Love this review of “Thursday’s Child”

August 30, 2018 at 4:07 pm | Posted in Australia, Growing up in the 1950s and 60s, historical fiction, Reflections, role model, Social mores, Social Responsibility, Writing, Writing and Life | 9 Comments
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I am honoured to receive this wonderful review from a reader. Thank you Janet.

Dear Linda,

I’ve just finished reading “Thursday’s Child” and found it a fine piece of writing.

These days I have two simple criteria with regard to novels. I ask:
1. Did I care what happens to the people in the story?
2. Does the author present the story without me being aware of her techniques?

On both these criteria, your book gets a large tick.

I cared very much what happened to all the characters. Of course, Tori is the main focus, but her parents, her siblings, Adele, Gwen feel like real people with their own strengths and weaknesses, their own needs. I even cared about Grizzly, wondering if he continued as he began, or whether his encounters with Tori and Dad change him.

Your story kept me engaged, not wanting to rush ahead because what was happening in each moment mattered, but also keen to know how things would turn out. You write with skill, but, as I read, I was not aware of that. In other words, you, the writer kept yourself “out of the way”. That said, I do think a strength of your writing lies in the natural feel of the dialogue.

One aside: I remember that earth tremor in the early 1960s! I was living in Campbelltown at the time, and all the cups rattled in the cupboard!

At the library session on “Thursday’s Child” there was some discussion about the negative references to God and the church; people thought church schools would not allow their children to read such a book. Well, any church school that bans this book would also have to ban large parts of the bible, including the words from Psalm 22 that the gospel writer attributes to Jesus on the cross: My God, my god, why have you forsaken me?” The psalm adds the words: “Why are you so far from saving me, so far from my cries of anguish?” which express well Tori’s feelings, albeit in more literary language.

Actually there are many ethical/moral questions in your story, which could be explored fruitfully in a classroom: male violence and rape, abortion (legal or illegal?) and what support should be given to young mothers.

One moral issue that impresses me is that of vengeful violence. Questions that arise include: Does revenge work for the one who has been violated? Does punishment convince the perpetrator? Then there is the dilemma of whether or not to involve the police, with all the problems that entails, and whether personal vengeance is justified.

I suppose what I am saying is that it is many years since I worked in schools, public and Catholic, and primary school rather than secondary, but in those days I felt more free to discuss thorny issues in the Catholic school than I had in the public ones.
I will give the book to my niece who has a fifteen-year old daughter. I will be very interested to hear their responses.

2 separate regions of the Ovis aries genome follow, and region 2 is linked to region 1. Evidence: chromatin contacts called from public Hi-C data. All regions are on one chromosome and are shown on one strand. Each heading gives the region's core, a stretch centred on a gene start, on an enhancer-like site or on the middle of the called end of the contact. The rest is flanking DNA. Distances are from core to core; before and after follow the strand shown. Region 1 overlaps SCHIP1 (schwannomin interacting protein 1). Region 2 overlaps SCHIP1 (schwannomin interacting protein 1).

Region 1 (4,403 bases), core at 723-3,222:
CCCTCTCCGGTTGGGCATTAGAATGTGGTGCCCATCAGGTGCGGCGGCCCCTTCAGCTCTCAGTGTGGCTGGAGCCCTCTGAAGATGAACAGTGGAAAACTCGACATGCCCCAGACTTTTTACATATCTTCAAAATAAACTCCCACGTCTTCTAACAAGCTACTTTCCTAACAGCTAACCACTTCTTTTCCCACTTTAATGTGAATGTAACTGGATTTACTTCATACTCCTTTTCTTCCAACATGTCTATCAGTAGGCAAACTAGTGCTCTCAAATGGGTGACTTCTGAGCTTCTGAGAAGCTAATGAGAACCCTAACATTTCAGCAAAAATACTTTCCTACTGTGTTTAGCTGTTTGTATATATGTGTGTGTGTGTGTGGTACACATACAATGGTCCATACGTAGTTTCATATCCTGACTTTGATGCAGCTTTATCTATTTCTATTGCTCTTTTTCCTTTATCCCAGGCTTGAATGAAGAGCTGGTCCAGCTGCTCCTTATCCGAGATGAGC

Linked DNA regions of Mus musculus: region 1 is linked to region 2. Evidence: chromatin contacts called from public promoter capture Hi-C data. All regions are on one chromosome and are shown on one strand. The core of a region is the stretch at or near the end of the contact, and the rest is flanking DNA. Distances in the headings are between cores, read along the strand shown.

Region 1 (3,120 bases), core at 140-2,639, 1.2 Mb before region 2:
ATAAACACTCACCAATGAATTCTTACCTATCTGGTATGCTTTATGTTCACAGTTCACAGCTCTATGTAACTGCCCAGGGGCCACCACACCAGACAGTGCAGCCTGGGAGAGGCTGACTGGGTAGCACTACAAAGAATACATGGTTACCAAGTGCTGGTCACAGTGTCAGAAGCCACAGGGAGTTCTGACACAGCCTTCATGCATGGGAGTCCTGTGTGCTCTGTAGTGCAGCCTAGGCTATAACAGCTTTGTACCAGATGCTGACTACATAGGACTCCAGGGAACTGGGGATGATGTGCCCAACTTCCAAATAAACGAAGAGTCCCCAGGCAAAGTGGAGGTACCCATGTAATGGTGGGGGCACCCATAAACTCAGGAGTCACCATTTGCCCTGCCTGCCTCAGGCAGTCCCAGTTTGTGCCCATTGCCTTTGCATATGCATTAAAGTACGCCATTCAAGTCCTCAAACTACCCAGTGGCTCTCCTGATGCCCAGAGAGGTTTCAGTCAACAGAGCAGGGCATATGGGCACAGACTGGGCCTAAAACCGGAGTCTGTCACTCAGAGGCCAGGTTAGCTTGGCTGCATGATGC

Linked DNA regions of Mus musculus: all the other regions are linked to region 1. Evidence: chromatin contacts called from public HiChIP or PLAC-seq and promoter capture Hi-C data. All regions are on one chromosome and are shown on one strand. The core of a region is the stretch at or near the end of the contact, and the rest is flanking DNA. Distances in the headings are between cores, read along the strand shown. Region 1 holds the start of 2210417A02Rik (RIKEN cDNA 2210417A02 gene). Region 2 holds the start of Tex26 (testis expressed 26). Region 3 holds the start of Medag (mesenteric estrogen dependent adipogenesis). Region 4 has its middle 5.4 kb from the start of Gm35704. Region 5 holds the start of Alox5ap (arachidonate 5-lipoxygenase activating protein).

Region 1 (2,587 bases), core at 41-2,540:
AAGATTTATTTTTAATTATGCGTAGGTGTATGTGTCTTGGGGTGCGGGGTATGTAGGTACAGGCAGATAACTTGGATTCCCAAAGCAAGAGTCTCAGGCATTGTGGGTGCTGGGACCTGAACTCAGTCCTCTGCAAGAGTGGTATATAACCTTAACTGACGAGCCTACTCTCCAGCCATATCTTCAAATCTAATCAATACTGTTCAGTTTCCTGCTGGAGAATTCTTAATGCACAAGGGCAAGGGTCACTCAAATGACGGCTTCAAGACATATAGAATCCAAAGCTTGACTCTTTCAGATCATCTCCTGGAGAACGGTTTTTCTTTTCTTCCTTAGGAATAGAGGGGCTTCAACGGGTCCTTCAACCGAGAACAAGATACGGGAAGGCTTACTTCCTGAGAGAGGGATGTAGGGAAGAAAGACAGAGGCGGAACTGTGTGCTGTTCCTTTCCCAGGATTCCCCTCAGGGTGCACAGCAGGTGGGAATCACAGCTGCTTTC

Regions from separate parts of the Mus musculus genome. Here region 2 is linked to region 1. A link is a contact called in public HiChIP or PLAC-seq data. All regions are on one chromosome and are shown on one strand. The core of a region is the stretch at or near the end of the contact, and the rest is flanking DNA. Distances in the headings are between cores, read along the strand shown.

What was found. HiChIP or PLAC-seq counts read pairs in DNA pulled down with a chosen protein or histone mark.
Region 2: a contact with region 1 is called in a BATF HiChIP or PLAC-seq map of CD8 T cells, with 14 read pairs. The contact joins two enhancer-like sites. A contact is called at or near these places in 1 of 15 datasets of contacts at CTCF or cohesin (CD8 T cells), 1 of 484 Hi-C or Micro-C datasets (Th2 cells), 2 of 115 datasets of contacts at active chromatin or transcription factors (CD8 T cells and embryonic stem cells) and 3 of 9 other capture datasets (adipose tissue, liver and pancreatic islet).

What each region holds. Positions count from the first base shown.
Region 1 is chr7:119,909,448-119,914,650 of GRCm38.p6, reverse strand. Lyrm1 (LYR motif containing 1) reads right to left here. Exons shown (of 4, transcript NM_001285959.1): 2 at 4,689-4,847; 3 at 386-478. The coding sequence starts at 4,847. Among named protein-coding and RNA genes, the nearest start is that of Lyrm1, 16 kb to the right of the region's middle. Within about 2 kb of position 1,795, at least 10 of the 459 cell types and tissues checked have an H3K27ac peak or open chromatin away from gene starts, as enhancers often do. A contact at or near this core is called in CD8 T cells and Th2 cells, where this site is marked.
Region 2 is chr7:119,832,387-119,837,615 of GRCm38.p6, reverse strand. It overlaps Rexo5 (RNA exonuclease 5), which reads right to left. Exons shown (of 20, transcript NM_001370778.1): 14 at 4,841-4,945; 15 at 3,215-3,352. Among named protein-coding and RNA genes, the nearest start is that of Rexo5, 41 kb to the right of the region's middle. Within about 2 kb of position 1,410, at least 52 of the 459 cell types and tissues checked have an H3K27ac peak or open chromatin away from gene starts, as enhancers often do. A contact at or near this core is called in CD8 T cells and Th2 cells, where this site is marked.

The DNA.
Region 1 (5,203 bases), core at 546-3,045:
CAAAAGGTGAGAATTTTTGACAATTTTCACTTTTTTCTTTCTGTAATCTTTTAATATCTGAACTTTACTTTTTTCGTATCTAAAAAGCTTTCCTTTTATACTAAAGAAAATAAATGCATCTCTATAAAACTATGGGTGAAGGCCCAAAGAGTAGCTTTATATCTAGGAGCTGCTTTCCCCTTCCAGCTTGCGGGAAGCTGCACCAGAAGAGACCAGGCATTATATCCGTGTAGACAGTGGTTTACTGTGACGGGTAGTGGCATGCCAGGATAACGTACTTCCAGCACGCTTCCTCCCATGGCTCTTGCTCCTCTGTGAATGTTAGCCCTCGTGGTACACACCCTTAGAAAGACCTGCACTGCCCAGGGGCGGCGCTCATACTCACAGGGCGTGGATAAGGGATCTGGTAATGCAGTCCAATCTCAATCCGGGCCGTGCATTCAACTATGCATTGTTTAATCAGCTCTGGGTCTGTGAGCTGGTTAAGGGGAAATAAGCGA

So, Linda, in summary, congratulations.

Kind wishes,

Janet

 

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Accentuate the Positive

September 2, 2015 at 9:02 pm | Posted in Family, Gratitude, Memoir, role model | 7 Comments
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Recently I read a post about inspiration on a writing blog that included the words to the song, Ac-cent-tchu-ate the Positive. (Music written by Harold Arlen; lyrics by Johnny Mercer; published 1944).

The blog writer said it was Frank Sinatra who sang it, but Bing Crosby actually first sang it in blackface in “Here Come the Waves”, and I distinctly remember Bing singing it with the Andrews Sisters. (Here it is, 1940s). Our whole family loved Bing Crosby, and I think it was because he sang it that I remember it so well from my childhood.

You’ve got to accentuate the positive

Eliminate the negative

And latch on to the affirmative

Don’t mess with Mister In-Between

You’ve got to spread joy up to the maximum

Bring gloom down to the minimum

Have faith or pandemonium’s

Liable to walk upon the scene

I have spoken before about my father and his positive attitude to life. Seeing the words brought back many so memories of Dad. In later life, when he was legally blind, deaf, physically ailing and often lonely (Mum had died many years before), instead of bemoaning his fate, he would sing this song and whoever was there would join in singing with him.

My dad, Ernest Thompson August 2007, aged 86

My dad, Ernest Thompson August 2007, aged 86

Whenever he was asked how he was, he’d say, “Top of the world!”, even if he wasn’t feeling that way. He said that always talking positive would make you feel better and that saying negative things only made you feel bad. So, he would always accentuate the positive, eliminate the negative and cultivate an ‘attitude of gratitude’ for the things he did have..

He was a great role model for us all, not just family and friends, but everyone he came into contact with. He has been physically gone for over two years now, but he will always be there for me.

Linda Visman

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